A decade before I wrote my first book, I was walking around the streets of New York. I’d gotten lost in the back streets of SOHO and was meandering along my way when I came across a big bookstore. In the large window display was a range of books on how to be a non-fiction writer. At this stage I hadn’t even dreamt of writing a book. But before I knew it, I was walking back on the street with one of those how-to books tucked away in my bag.
That was the first of many crumbs, and over the course of the next fifteen years, it would lead to my purpose. That day a seed had been planted and more clues would follow. A close girlfriend telling me that I should put ‘all that stuff I talk about’ on women’s journeys and my own journey into a book because ‘no one talks about it and we need to.’ Or the crumb of an idea to start a blog after completing my yoga teacher training and my second Masters degree in Wellness, to share that knowledge with the world.
Following those crumbs led to my first blog and website when I was still working for a global tech company. And those crumbs would eventually lead to more blogs, businesses and yes, my first book deal with many more to follow. Contrary to what many people imagine, it wasn’t an instant grand awakening, but a purposeful path that unfolded over time.
We think that we’re going to get struck by our purpose, that the heavens will open and we’ll hear a booming voice declaring what work we should do in the world. But researchers tell us that it rarely happens like that. Instead, it happens by following the sparks of curiosity, seeing where they lead, and continually re-triggering this interest until it either dies out or blooms.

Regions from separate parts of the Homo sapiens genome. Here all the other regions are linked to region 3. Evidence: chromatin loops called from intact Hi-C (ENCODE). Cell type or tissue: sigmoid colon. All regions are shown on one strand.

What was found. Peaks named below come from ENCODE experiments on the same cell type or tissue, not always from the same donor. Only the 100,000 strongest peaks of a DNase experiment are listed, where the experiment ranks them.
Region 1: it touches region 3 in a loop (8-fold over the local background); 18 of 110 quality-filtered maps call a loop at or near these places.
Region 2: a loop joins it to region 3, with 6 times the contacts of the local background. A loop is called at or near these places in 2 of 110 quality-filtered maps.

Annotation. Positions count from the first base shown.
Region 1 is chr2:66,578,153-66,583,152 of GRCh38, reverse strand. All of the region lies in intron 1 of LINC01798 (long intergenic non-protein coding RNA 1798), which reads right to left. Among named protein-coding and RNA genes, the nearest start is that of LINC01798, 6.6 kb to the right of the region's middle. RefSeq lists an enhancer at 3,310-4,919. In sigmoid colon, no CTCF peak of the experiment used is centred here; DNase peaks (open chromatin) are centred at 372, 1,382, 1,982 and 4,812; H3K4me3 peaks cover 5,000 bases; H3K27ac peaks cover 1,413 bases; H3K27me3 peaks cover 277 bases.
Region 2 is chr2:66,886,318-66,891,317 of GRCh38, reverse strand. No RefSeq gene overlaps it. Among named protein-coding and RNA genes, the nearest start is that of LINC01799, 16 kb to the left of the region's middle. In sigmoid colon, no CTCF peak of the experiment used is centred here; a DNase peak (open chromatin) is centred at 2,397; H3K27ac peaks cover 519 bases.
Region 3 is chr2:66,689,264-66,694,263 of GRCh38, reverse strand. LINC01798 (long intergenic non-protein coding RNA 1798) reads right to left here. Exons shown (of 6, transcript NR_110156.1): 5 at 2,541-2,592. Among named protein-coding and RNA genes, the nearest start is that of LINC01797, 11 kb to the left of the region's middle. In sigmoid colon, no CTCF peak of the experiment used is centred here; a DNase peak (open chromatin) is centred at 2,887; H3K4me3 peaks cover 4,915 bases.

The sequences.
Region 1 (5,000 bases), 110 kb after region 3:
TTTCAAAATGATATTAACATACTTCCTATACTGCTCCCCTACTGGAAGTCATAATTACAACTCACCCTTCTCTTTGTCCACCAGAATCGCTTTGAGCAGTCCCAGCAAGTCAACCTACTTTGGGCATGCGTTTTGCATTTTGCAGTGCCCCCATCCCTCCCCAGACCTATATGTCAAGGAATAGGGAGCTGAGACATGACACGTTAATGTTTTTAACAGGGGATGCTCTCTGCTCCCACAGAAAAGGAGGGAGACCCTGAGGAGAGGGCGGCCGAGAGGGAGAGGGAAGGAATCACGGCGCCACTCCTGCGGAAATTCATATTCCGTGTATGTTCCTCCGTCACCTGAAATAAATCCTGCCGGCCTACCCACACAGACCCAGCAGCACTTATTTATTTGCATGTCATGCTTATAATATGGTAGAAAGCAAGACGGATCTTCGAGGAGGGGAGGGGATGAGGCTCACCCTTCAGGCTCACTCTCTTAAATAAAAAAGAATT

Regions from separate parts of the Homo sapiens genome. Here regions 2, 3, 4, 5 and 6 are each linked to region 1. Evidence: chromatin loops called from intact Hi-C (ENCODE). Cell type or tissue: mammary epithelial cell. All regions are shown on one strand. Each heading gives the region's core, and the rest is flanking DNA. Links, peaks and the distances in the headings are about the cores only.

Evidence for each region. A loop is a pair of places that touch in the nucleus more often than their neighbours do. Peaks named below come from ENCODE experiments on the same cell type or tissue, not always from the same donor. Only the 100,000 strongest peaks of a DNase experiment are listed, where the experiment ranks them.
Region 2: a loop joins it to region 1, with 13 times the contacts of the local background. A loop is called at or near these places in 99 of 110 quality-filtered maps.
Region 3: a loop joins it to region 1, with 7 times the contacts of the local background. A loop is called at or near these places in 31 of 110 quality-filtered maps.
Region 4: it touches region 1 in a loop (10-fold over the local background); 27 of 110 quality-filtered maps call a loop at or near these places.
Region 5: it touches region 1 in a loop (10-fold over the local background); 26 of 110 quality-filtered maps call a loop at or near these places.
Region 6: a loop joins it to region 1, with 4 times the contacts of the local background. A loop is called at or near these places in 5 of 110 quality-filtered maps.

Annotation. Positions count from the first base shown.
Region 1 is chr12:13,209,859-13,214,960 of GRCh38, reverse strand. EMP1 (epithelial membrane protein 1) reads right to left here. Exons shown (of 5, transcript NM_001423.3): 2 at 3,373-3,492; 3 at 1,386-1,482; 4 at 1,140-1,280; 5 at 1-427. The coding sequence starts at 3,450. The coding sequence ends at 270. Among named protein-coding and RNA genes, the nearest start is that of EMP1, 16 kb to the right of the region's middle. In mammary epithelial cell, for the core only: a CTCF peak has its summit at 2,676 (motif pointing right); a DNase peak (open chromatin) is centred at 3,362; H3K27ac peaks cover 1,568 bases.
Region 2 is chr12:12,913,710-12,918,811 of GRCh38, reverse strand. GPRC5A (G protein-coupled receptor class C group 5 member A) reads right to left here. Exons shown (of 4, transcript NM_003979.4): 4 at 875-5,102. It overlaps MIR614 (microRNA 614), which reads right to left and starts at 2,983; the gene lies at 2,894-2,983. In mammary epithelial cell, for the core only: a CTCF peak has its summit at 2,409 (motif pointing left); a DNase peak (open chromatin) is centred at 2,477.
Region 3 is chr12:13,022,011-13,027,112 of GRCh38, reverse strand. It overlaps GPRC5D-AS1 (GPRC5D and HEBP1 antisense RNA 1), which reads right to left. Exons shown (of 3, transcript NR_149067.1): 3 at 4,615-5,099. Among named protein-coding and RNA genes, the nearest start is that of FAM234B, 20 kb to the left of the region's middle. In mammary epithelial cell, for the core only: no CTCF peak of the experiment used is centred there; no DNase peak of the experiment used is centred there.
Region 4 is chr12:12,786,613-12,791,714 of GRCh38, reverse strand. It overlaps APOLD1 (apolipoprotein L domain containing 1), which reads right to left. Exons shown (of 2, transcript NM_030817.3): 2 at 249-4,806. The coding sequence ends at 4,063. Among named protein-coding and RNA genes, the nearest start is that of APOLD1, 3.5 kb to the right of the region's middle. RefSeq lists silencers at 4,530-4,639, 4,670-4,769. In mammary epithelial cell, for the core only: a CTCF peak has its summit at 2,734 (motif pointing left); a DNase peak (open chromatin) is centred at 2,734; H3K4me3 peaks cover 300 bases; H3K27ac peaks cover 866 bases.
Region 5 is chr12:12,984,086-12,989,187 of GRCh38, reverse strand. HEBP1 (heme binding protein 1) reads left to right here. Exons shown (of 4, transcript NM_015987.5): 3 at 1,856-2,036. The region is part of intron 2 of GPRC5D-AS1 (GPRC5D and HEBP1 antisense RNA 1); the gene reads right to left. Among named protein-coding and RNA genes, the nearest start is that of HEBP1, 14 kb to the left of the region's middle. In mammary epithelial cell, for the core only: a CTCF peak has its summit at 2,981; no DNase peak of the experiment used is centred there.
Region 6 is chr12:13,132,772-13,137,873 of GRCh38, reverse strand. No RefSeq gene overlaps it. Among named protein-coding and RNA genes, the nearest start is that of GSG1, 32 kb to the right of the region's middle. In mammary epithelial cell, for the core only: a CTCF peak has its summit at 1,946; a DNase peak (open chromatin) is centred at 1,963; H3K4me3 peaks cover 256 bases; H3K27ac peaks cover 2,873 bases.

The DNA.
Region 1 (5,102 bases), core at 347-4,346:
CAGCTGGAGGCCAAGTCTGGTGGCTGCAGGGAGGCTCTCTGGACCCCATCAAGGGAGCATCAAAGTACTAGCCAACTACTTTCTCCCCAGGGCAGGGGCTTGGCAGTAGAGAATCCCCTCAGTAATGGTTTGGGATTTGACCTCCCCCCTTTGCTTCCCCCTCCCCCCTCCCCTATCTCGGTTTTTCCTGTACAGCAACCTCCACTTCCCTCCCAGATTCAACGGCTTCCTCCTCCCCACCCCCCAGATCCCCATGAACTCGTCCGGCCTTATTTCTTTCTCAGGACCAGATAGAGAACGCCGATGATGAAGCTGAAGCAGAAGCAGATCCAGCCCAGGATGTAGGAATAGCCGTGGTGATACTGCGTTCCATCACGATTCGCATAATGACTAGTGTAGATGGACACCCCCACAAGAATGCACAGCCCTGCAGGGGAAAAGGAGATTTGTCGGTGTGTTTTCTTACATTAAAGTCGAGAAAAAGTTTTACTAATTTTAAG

If I had squashed the flutter in my stomach when I saw those books in the window in New York; if I’d brushed aside the comment made by my girlfriend about writing a book when I knew there was something in that for me; if I had resisted the creative urge to start a blog by telling myself that I had a day job and I didn’t have the time (or no one would read it); and if I hadn’t followed through on my idea of writing a book proposal and submitting it to a publisher, even though the idea of being a published author seemed crazy at the time – then who knows, I might still be back in my old job, wondering what my purpose was and how I could walk a different path.
But I did follow the breadcrumbs. Even when I didn’t know why. Even when it didn’t really make sense. Even when it looked like there was no purpose to any of it. I followed them anyway. Because something inside of me was whispering that there was more to be found on my path. Because I believed that things show up on our path for a reason, even if we can’t rationalize it. And because I knew that curiosity is one of the greatest teachers we have: that we should follow the trail when it appears in front of us, and we should trust that it knows where it’s going, even if we don’t.